If you want Phil Parkinson to be Bradford City manager please sit down and shhhh

In the light of City’s 2-0 defeat to Wolves if you want Phil Parkinson to be Bradford City manager because you enjoyed going to Wembley twice last season then please can you sit down and shhhh.

The fact that Parkinson’s side achieved anything last season has no relevance to this season in which the team have won once in nineteen games. The historic visit to Wembley – no team that far down in the football pyramid has got so far – has nothing to do with if Phil Parkinson is the right man for the job of Bradford City manager.

If you want Phil Parkinson to be Bradford City manager because the club are doing well to be in 13th position in League One considering that last season we were in League Two then please can you sit down and shhhh.

The squad that Parkinson has built is the one that he has built to compete in League One. His signings in the summer: Jason Kennedy, Raffaele De Vita, Mark Yeates et al; were not intended to come in above the 2013 players but rather to be a part of it. He is happy with the squad. He made it as he wants it to be and in signing the likes of Aaron McLean he continues to do so.

If you want Phil Parkinson to be Bradford City manager because things will go right again when the injuries clear up then please can you sit down and shhhh.

Injuries are a fact of football and Parkinson coped with the loss of Andrew Davies by playing Rory McArdle and Carl McHugh to victory against Aston Villa and Arsenal. Good managers are able to cope with injuries.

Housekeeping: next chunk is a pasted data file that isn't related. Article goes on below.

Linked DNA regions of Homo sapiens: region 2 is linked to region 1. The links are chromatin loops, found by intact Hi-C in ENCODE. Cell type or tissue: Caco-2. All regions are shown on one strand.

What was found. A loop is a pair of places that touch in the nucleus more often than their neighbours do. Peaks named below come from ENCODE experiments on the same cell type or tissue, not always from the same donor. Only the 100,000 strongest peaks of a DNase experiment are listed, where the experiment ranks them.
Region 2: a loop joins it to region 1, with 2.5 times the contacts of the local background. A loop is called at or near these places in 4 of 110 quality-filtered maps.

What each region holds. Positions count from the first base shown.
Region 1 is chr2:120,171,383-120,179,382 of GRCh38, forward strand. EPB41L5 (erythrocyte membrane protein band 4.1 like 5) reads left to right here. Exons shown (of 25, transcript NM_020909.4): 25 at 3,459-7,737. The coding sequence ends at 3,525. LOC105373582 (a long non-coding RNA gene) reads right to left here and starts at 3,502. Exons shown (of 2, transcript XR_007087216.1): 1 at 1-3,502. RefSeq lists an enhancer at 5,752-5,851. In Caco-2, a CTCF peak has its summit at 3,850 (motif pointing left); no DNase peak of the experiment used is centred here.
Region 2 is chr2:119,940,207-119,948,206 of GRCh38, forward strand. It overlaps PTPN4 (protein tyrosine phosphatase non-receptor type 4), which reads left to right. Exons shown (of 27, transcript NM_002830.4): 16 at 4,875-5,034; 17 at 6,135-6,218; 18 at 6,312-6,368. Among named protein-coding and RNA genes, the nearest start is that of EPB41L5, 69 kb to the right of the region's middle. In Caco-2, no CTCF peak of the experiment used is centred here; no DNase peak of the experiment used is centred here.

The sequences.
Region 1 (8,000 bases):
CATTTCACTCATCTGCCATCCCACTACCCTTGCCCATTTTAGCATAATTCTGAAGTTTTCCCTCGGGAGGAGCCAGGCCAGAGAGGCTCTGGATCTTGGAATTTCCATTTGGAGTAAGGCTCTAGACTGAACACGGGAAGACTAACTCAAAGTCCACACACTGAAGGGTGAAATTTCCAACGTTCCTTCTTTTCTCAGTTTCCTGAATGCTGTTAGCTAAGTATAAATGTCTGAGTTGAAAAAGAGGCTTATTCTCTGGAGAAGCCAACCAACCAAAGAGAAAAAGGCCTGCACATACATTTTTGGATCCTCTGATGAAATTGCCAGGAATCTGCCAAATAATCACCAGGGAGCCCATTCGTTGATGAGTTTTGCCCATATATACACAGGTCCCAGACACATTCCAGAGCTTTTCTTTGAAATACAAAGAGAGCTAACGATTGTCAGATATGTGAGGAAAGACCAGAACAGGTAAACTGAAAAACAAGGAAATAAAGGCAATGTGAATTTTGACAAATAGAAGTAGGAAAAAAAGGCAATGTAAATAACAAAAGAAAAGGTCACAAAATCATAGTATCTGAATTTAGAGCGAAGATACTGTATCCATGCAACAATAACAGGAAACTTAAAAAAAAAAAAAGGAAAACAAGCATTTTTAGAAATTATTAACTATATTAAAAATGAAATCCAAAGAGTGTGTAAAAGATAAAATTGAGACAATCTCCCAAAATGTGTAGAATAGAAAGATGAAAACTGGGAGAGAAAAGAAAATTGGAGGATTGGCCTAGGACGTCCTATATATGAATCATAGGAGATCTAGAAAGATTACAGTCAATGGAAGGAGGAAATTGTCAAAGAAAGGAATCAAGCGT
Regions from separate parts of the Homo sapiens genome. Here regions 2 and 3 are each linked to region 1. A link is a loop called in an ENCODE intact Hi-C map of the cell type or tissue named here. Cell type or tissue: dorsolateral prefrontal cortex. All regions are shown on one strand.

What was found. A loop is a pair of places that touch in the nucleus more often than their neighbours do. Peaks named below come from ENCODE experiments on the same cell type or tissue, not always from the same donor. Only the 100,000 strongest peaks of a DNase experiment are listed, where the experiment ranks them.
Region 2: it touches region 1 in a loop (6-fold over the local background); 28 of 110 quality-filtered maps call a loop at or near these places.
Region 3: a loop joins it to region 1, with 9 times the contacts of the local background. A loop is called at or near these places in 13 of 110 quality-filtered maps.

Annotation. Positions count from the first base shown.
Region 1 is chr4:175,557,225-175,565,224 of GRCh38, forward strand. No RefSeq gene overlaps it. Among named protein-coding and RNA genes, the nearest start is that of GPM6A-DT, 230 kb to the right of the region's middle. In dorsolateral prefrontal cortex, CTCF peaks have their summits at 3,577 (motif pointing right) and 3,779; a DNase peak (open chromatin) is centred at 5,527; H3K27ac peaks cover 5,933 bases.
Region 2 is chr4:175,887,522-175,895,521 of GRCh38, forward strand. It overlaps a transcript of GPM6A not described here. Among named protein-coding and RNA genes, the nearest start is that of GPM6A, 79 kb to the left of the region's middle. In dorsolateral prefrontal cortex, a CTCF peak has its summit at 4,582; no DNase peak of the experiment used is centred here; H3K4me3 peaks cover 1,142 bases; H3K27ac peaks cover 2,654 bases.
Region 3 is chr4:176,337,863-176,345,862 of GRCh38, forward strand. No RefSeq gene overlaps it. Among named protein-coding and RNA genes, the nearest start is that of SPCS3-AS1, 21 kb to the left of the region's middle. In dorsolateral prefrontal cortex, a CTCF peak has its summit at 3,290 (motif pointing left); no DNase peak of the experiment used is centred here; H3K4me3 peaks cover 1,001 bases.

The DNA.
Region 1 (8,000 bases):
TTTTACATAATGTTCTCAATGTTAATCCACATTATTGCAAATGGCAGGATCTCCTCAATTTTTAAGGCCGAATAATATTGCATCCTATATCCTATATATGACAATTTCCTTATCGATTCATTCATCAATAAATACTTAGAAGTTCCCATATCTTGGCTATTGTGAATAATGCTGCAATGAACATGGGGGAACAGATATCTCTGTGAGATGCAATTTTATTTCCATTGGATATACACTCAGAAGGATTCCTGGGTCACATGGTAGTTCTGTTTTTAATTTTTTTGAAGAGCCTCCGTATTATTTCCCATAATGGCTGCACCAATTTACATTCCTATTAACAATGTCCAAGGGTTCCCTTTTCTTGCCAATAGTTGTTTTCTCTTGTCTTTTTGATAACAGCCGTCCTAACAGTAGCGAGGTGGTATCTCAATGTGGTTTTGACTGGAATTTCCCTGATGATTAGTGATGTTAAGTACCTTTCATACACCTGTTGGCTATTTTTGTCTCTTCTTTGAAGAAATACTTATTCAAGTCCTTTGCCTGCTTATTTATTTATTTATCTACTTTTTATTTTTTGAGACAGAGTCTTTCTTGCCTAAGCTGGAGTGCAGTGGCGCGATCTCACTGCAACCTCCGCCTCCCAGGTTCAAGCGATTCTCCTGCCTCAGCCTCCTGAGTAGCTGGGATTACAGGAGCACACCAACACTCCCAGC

If you want Phil Parkinson to be Bradford City manager because he has turned around ten years of rubbish then please can you sit down and shhhh.

It is probably worth facing up to the fact that Phil Parkinson is not the only manager who could have won promotion last season and even the only manager who could have got to Wembley in the League Cup final. You, dear reader, can have your own thoughts on the people who preceded Parkinson as manager of Bradford City but I’d say that if you are defending Parkinson as one of a kind then you are not doing him any favours.

Managers have different sets of tools and use them in different ways. Parkinson has shown a set of tools and used them effectively previously.

If you want Phil Parkinson to be Bradford City manager because the club needs stability then please can you sit down and shhhh.

The stability debate has been had at Bradford City and the people who wanted it lost. I know, I was one of them.

Stability at Bradford City is the sort of thing that we used to joke about it. I know that the club considered replacing Parkinson in his first season. The fact that that fell off the agenda because his team created history just suggests that stability is only achieved in the face of the bleeding obvious.

Never again with it be that obvious what a good job a manager is doing and why Bradford City need to keep Parkinson in charge three months out from the end of the season where it seemed we were mired in mid-table then when that team is walking out at Wembley. It is very easy to be “stable” when the team is obviously doing well.

The argument for stability carries no weight inside Bradford City. It has not done previously and there is no sign that it will do going forward even though it is on the whole correct.

The reason Parkinson should be the Bradford City manager is because he is doing a good job.

He brings to the club a set of tools which are bringing success. Those tools include hard work and effort on the part of the players, and they include patterns of playing which get results and they include building a team spirit and ethos which if obvious on the field and off it.

The lengthy tribute Alan Connell paid to the squad on his way out is evidence of that of that. Ask anyone close to the squads of 1985, 1999, or 2013 and they will tell you that the common thread is groups of players who have been melded into a team.

Parkinson has the tools to do that and has done it previously at City and other clubs. He is not the only manager who can nor is that the only way of getting success but he is in the process of attempting to do that.